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Published: May 26, 2022   |   Last Updated: June 14, 2022

NTA Blog: You’re Never Too Old to File a Return – Taxes and the Elderly

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Taxpayers who are winding down full-time work may think that they can also wind down their tax return filing requirements. However, taxpayers are never too old to have a filing requirement. Although age is a consideration, filing requirements are determined by a variety of factors such as filing status, the type and amount of income received, and yes, even age. For 2021, single taxpayers are required to file a tax return if their gross income is $12,550 or more; however, single taxpayers 65 or older are not required to file unless their gross income is $14,250 or more.

Social Security and Railroad Retirement benefits

Many elderly taxpayers receive Social Security or Railroad Retirement benefits, both of which are based on prior earnings. The taxability of these benefits is not determined by age, but rather by filing status and the type and amount of other income received. TAS research shows that 98.4 percent of the 2020 tax returns filed by taxpayers 65 or older reported other income in addition to Social Security and Railroad Retirement benefits.

Even though Social Security and Railroad Retirement benefits are based on a taxpayer’s earned income, these benefits are not considered income for such refundable credits as the Earned Income Tax Credit (EITC). For tax year 2020, about four percent of the returns filed by taxpayers 65 and older reflected at least one exemption for a child – with nearly 97 percent of these taxpayers receiving Child Tax Credit. And for tax year 2020, 45 percent of the returns filed by taxpayers 65 or older reported pension or annuity income but reflected no income from wages. For many older taxpayers now raising their grandchildren, the option to claim EITC based on Social Security or Railroad Retirement benefits, or other retirement income based on a taxpayer’s earnings history, would further the credit’s goal of providing assistance to lower income families. This is especially true in multi-generational households, where raising children two or more generations removed may have been unplanned. In that vein, I have proposed legislative changes for restructuring and modernizing the EITC. Because the EITC is a credit for lower income families, its eligibility should more accurately reflect its target population.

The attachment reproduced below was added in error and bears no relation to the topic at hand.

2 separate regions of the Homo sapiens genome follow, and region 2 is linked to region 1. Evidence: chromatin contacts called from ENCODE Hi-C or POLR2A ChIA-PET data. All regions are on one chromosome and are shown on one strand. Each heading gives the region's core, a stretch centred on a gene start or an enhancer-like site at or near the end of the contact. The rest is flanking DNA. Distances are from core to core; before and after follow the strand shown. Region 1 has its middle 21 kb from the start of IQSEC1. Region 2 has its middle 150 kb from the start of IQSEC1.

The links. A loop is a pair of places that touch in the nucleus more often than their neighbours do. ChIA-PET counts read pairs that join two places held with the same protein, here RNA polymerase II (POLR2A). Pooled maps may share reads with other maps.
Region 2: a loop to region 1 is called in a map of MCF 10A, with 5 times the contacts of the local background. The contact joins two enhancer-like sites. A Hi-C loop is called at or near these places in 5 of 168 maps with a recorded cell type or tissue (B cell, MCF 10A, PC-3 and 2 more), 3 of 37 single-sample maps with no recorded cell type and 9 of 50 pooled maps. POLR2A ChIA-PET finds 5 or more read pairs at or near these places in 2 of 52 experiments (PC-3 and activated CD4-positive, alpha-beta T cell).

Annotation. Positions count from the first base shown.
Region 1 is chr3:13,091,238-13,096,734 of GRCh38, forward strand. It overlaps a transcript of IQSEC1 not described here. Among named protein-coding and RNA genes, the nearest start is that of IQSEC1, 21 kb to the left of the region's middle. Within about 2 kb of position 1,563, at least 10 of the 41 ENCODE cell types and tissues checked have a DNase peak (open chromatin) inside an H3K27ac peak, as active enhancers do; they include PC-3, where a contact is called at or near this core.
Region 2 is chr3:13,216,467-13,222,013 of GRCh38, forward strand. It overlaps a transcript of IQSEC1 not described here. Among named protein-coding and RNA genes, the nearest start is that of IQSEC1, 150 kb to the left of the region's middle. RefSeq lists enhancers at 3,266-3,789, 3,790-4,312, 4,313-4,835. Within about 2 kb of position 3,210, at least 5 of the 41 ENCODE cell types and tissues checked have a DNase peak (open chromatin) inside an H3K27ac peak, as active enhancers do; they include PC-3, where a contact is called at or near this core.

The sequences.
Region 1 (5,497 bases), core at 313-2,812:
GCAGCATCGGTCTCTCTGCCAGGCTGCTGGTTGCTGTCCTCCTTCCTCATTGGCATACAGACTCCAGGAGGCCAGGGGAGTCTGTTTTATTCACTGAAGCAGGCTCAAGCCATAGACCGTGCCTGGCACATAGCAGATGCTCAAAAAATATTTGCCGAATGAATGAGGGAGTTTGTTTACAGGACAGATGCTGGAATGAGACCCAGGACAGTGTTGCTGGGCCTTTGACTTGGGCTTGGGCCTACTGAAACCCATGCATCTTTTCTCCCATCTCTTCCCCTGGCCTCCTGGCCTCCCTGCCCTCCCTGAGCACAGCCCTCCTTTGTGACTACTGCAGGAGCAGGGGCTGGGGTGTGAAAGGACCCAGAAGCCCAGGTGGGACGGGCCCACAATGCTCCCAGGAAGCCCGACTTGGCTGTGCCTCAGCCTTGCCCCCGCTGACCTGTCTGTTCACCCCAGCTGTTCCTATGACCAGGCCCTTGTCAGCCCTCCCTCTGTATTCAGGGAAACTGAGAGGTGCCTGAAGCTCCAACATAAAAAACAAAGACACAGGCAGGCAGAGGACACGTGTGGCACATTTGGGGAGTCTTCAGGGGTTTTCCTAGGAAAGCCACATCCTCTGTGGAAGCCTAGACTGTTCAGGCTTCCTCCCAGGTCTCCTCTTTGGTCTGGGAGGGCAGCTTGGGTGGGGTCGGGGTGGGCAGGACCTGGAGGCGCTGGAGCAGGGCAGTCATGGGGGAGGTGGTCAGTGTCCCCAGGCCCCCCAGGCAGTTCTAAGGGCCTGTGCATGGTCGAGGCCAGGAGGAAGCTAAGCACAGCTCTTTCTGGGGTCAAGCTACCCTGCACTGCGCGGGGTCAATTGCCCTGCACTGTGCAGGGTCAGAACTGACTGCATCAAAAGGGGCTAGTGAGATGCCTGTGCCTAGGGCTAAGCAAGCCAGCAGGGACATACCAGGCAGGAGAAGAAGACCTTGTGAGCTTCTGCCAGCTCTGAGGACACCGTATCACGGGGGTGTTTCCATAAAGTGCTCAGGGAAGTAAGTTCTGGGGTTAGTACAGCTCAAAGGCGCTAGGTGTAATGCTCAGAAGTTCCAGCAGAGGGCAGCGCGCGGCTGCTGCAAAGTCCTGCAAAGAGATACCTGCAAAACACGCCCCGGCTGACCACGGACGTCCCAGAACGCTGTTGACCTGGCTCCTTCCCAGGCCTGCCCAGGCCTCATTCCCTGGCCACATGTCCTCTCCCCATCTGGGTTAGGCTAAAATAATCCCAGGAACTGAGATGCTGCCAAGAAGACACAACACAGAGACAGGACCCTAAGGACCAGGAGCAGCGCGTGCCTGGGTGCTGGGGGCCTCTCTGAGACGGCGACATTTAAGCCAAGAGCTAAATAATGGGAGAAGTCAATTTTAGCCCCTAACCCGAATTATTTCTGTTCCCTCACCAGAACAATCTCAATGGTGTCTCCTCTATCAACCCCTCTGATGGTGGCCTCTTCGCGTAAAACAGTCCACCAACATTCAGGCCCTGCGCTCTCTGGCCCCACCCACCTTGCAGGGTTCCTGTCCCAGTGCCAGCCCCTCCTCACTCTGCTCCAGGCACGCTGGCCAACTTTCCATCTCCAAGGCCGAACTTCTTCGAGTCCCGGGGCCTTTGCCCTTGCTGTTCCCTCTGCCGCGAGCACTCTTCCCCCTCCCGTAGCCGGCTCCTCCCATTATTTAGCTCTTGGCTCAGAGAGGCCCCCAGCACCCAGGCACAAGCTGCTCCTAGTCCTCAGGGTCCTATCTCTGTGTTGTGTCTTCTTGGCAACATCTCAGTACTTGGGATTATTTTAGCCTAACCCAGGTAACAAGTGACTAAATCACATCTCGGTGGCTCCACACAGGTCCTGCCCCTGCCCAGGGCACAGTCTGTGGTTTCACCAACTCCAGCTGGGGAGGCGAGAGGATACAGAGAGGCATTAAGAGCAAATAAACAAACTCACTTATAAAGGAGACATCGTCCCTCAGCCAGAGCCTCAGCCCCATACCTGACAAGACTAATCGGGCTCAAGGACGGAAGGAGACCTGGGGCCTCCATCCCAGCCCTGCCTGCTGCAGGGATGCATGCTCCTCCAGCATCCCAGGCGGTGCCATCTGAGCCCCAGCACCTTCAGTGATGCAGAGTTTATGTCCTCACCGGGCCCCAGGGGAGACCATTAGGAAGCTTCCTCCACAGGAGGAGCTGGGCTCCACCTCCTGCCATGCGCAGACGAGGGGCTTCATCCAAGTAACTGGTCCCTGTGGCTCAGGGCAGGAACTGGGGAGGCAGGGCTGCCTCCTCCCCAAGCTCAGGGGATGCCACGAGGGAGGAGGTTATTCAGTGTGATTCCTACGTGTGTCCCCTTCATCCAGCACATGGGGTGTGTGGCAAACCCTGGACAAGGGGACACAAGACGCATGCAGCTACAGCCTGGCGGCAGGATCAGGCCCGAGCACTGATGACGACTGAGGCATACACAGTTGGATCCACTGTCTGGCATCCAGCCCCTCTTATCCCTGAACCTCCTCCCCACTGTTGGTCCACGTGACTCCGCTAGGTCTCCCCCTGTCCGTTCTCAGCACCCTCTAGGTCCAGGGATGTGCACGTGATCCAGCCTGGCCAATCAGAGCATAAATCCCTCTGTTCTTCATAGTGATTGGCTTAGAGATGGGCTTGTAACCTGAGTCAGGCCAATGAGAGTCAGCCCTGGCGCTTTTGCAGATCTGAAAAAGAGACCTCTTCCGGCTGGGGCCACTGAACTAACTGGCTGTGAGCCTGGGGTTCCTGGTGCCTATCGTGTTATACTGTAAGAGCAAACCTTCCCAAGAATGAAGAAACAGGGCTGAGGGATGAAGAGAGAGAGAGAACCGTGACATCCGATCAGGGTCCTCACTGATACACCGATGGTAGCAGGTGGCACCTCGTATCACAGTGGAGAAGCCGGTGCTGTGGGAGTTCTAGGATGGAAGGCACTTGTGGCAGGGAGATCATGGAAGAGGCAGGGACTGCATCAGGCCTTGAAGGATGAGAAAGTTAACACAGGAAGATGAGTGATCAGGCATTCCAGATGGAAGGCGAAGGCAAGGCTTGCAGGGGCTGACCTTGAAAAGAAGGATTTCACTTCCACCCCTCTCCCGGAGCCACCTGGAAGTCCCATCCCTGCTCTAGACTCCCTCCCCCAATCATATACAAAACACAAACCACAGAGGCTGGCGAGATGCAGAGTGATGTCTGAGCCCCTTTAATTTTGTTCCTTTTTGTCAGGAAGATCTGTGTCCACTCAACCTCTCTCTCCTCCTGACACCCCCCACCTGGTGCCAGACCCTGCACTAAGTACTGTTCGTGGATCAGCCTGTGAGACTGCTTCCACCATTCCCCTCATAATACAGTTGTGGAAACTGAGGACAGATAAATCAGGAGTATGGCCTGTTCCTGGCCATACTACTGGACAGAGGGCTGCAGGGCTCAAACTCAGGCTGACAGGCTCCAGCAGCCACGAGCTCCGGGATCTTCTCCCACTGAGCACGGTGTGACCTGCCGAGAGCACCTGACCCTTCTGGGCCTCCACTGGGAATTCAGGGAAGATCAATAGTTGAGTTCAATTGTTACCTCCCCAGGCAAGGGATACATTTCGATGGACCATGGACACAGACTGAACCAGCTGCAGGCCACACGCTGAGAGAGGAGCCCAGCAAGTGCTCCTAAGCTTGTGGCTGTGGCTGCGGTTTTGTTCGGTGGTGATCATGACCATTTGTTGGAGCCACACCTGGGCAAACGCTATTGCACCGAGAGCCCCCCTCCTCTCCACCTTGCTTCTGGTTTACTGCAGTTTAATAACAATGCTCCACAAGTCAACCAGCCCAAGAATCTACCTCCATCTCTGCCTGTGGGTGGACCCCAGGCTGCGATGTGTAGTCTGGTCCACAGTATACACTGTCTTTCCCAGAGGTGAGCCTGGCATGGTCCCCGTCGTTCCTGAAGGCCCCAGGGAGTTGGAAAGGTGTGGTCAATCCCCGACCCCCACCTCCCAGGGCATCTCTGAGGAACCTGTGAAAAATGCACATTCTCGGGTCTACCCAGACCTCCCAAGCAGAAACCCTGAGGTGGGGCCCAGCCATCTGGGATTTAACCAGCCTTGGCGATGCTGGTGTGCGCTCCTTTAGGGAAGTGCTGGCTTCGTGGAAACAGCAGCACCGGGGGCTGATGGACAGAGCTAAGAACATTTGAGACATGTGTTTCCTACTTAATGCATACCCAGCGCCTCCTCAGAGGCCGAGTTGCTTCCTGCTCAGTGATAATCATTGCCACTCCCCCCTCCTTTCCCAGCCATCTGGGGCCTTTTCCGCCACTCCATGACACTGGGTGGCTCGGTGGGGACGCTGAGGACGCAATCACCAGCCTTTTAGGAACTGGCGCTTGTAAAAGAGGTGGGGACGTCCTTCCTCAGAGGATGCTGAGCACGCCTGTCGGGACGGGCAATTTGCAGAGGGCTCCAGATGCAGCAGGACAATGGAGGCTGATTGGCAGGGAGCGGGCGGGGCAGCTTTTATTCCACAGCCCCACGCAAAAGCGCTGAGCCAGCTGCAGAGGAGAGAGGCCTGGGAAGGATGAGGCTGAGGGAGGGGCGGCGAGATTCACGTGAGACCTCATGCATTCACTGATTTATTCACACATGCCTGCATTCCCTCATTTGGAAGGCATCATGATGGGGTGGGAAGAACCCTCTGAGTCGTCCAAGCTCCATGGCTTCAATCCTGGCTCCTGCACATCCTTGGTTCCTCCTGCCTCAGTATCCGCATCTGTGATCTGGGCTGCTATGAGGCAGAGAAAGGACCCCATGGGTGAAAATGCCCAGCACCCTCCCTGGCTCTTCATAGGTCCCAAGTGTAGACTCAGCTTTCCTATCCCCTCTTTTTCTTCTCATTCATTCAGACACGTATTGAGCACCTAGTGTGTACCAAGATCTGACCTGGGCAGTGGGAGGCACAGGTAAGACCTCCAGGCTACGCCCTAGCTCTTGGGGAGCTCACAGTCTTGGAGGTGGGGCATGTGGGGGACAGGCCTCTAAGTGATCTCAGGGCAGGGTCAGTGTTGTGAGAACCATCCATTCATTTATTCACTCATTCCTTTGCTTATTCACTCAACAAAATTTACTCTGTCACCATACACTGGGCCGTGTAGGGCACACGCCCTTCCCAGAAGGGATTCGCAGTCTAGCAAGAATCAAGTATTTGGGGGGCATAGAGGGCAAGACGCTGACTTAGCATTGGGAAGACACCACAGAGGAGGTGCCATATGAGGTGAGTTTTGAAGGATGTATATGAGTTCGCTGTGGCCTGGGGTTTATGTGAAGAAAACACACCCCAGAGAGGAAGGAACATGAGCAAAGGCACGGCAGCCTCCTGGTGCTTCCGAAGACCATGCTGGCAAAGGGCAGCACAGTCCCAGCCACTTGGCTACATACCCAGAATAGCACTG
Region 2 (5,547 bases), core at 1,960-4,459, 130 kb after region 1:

Other credits may be available

Taxpayers 65 or older, and taxpayers under age 65 who receive taxable disability income due to being retired on permanent and total disability, may qualify for the Credit for the Elderly or Disabled. To be eligible for this credit, qualified individuals must also meet two income limitations: both their adjusted gross income and the total of their nontaxable Social Security and other nontaxable pensions, annuities, or disability income, must be below the designated amounts corresponding to the taxpayer’s filing status. If eligible, taxpayers should complete Schedule R, Credit for the Elderly or Disabled, and attach it to their tax return when filing. Taxpayers needing assistance to determine if they are eligible for this credit can use the IRS’s interactive tool, Do I Qualify for the Credit for the Elderly or Disabled?

Taxpayers paying a care provider to care for a spouse (or other qualifying relative) who was physically or mentally incapable of self-care so they could work or look for work should also consider their eligibility for the Child and Dependent Care Tax Credit. In 2021, the American Rescue Plan Act of 2021 (ARPA) temporarily increased this credit to provide additional help to working caregivers during the COVID-19 pandemic. For 2021 only, ARPA increased the limit on expenses that can be claimed to $8,000 for one qualifying person and $16,000 for two or more qualifying persons. The maximum credit amount was raised to 50 percent of employment-related expenses, which equals a maximum credit of $4,000 for one qualifying person or $8,000 for two or more qualifying persons. In addition, in 2021, the credit became potentially refundable for the first time.

Normally, a taxpayer (and spouse, if married filing jointly) must have “earned income” to qualify for the Child and Dependent Care Credit. Special earned income rules apply, however, for taxpayers and their spouses who are disabled. A disabled spouse is considered to have earnings of at least $250 for each month or part of a month they are unable to care for themselves. Therefore, disabled taxpayers, or taxpayers with a disabled spouse, may also benefit from this credit. Taxpayers who are uncertain regarding their eligibility for the Child and Dependent Care Credit may use the Interactive Child and Dependent Care Credit Eligibility Assistant on IRS.gov to determine eligibility.